In the recent case of State Ready Mix, Inc. v. Moffatt & Nichol, the California Second District Court of Appeal declined to extend liability under a concrete supplier’s equitable indemnity claim to a civil engineer hired by the general contractor. The case arose from a general contractor’s breach of contract action against a concrete supplier to recoup the cost of replacing defective concrete used to construct a harbor pier. The concrete supplier filed a cross-complaint against the civil engineer hired by the general contractor to draft the pier plans because the civil engineer also reviewed and approved the concrete supplier’s concrete mix design. The cross-complaint included equitable indemnity and contribution causes of action.
The Court of Appeal declined to extend liability to the civil engineer under an equitable indemnity theory because the general contractor’s claim against the concrete supplier was purely contractual and did not involve claims of personal injury or property damage. With only contractual damages for economic loss at issue, the Court held the concrete supplier’s equitable indemnity claim against the engineer was barred under the long-standing economic loss rule.
More importantly, even if property damage claims were at issue, the Court found that the civil engineer did not owe a legal duty to the concrete supplier on public policy grounds. Under limited circumstances, design professionals may owe a duty of care to a third party with whom there is no contractual privity based on a “special relationship” to the third party. This duty is based on multiple common-law factors, including the extent to which contractual duty to others was intended to affect the third party and the foreseeability of harm to the third party.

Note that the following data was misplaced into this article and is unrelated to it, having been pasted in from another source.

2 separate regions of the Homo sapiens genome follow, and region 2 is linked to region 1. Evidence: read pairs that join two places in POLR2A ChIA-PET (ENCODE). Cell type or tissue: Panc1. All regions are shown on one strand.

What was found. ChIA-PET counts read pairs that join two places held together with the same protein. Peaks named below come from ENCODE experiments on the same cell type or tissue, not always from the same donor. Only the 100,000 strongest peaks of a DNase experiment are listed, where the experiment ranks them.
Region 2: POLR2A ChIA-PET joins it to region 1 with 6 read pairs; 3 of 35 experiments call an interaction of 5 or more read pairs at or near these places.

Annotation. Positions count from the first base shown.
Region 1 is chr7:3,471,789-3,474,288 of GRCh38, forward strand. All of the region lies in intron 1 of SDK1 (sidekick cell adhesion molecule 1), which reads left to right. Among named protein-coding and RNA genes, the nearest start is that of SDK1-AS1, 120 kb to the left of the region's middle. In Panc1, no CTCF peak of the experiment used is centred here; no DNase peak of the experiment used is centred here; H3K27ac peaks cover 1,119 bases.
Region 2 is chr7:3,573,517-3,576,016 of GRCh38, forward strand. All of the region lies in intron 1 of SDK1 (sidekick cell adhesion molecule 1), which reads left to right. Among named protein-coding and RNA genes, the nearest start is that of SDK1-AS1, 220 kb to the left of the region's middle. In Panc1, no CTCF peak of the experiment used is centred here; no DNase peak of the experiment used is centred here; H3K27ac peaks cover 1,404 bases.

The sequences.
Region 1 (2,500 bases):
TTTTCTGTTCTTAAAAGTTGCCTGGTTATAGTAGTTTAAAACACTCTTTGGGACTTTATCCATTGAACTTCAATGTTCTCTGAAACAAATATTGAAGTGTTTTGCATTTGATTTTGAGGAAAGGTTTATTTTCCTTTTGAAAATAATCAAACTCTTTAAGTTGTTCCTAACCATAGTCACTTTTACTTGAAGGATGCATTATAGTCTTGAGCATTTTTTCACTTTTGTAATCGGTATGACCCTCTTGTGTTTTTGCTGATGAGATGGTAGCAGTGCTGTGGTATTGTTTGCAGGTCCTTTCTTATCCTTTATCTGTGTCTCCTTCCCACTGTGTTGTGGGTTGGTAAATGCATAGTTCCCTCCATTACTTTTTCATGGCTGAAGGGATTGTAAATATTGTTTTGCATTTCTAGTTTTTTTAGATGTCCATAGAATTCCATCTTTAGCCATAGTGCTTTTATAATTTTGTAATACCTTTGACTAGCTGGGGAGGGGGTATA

The Court found that that the civil engineer’s review of the concrete supplier’s concrete mix design was gratuitous and for the sole benefit of the project manager. Furthermore, the Court found that the concrete supplier’s misapplication of the design was the primary cause of damage rather than the design itself. Accordingly, the Court found the civil engineer’s actions did not support a finding that duty of care was owed to the concrete supplier on public policy grounds.
Despite the recent California Supreme Court decision in Beacon Residential Community Assn. v. Skidmore, Owings & Merrill, LLP, the State Ready Mix decision demonstrates that certain policies limiting liability of design professionals to third parties with no contractual privity remain firmly in place. Unless it can be shown that the design professional’s conduct was clearly intended to affect a third party and harm to the third party would be a foreseeable result, tort liability to a third party not under contract with a design professional remains unlikely.